Dell aims Cloudera-powered appliance at enterprise Hadoop users

New Cloudera Hadoop appliance uses in-memory processing and newest-generation data analysis tools

Dell today became the latest hardware vendor to tailor a solution specifically for Hadoop, the big data analysis framework that's practically become its own software ecosystem. Dell's appliance is being pitched as an in-memory acceleration solution that runs Cloudera's Hadoop distribution.

This latest addition is a strong sign that hardware vendors smell big money in Hadoop and will vie for Hadoop users as aggressively as they've sought Oracle users in the past. That one of Dell's other newly announced appliances is an Oracle 12C appliance further strengthens the parallel.

The new Dell In-Memory Appliance for Cloudera Enterprise uses Cloudera's distribution of Hadoop on top of Intel-based Dell hardware. Dell was cagey about the exact hardware configurations and costs for the appliance, saying only that it would "meet the needs of small and medium businesses, all the way up to the largest enterprises, and is more affordable than comparable products aimed at specific business sizes."

The secret sauce isn't just Dell's hardware. On the Cloudera side is a relatively new ingredient in the Hadoop recipe: Apache Spark, a high-speed data-analysis system. Spark relies on in-memory analysis for its speed and benefits from having hardware with more memory to throw at the problem.

Dell's choice of Cloudera over the other Hadoop distributions also makes sense. Cloudera has tried to differentiate itself by being an enterprise-friendly distribution, both because of how it has fashioned Hadoop as a one-stop depository for business data (an idea the company has pushed hard) and how it's built to be easier for enterprises to adopt with existing workloads.

Dell and Cloudera have collaborated in the past and know each other's territory well. Dell began selling Cloudera hardware bundles in 2011 using Dell PowerEdge C-series servers. Those bundles weren't cheap -- in the $120,000 range for a minimum of six compute nodes and six network switches -- but they formed part of a larger strategy whereupon Dell offered hardware, software, and support for major enterprise applications like Hadoop and the private cloud infrastructure system OpenStack.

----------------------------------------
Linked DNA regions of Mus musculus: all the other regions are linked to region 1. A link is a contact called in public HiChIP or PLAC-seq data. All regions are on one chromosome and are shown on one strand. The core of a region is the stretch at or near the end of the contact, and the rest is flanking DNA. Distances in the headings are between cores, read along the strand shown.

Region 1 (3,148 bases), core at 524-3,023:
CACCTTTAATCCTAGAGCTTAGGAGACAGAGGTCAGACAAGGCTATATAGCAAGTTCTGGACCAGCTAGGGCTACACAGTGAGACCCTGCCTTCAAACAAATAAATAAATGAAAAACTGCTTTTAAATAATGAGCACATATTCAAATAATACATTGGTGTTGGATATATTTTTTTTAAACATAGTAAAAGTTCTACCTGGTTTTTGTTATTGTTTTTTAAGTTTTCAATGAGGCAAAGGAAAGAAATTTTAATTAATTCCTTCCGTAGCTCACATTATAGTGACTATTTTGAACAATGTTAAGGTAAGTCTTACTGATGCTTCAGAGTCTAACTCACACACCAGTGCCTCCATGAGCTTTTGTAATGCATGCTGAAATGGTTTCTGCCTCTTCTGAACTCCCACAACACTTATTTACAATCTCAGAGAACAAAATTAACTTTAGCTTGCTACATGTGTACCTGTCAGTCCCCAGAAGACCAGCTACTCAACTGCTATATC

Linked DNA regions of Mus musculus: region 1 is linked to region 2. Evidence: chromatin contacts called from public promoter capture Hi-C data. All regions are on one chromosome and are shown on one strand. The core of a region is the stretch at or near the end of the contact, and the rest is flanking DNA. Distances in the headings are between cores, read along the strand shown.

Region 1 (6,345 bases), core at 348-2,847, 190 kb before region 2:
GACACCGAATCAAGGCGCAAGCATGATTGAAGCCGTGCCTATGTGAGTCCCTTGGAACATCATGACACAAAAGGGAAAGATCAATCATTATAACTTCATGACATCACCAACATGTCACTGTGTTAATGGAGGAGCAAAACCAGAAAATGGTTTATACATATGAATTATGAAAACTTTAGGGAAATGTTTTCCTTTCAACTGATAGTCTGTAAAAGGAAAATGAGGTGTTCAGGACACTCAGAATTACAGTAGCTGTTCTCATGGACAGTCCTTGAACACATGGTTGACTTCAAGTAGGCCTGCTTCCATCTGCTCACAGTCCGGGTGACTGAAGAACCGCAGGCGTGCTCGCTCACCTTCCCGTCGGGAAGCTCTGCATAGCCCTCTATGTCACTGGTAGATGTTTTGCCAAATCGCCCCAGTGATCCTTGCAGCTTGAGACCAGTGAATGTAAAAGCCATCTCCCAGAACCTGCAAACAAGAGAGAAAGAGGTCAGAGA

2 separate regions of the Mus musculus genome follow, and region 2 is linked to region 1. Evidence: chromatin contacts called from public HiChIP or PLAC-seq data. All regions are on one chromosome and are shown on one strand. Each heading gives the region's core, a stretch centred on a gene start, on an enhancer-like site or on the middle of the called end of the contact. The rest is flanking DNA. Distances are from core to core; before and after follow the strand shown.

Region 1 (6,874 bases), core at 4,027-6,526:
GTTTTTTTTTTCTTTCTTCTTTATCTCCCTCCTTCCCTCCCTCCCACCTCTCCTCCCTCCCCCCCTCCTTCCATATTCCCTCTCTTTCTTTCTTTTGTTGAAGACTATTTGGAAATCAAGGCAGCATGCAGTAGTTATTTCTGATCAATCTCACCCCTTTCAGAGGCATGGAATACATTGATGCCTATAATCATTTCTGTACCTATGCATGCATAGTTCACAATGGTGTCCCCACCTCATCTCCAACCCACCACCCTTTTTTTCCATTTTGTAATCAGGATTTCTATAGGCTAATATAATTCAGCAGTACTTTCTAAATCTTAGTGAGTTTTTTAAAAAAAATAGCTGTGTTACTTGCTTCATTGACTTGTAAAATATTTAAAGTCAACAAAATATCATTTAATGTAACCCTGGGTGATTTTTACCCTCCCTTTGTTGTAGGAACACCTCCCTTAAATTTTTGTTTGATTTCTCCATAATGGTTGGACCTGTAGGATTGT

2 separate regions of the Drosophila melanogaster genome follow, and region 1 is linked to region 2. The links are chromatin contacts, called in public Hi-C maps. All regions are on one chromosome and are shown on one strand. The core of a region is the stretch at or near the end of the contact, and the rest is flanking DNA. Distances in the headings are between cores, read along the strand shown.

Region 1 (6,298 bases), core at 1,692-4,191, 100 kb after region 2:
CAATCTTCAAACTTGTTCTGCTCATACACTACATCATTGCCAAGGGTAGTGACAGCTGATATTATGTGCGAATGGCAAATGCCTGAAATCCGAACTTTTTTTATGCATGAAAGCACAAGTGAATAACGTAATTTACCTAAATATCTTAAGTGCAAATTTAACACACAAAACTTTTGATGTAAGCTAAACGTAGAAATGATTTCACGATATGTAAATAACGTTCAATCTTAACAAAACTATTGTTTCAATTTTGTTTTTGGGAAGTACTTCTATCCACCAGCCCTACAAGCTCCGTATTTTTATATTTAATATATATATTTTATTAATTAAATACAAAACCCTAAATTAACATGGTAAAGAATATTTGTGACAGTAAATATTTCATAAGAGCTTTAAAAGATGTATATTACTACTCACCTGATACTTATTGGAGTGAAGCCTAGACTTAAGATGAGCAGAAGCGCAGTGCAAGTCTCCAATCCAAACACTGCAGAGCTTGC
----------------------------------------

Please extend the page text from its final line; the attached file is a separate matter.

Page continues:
Based on Dell 's other announcements today, it's likely the company believes there's a larger enterprise market for Hadoop than OpenStack -- at least for appliances. In addition to the aforementioned Oracle 12C appliance, other workload appliances unveiled include the Dell Acceleration Appliance for Databases and the Dell XC Series of Web-Scale Converged Appliance. The Hadoop and Oracle appliances are the only ones that are application-specific.

Dell plans many more appliances like this in the future under the general label of "Dell Engineered Systems for Cloudera Enterprise." Given that IDC is predicting 80 percent growth year over year for the Hadoop market, Dell and Cloudera have ample reason to pursue it.

This story, "Dell aims Cloudera-powered appliance at enterprise Hadoop users," was originally published at InfoWorld.com. Get the first word on what the important tech news really means with the InfoWorld Tech Watch blog. For the latest developments in business technology news, follow InfoWorld.com on Twitter.

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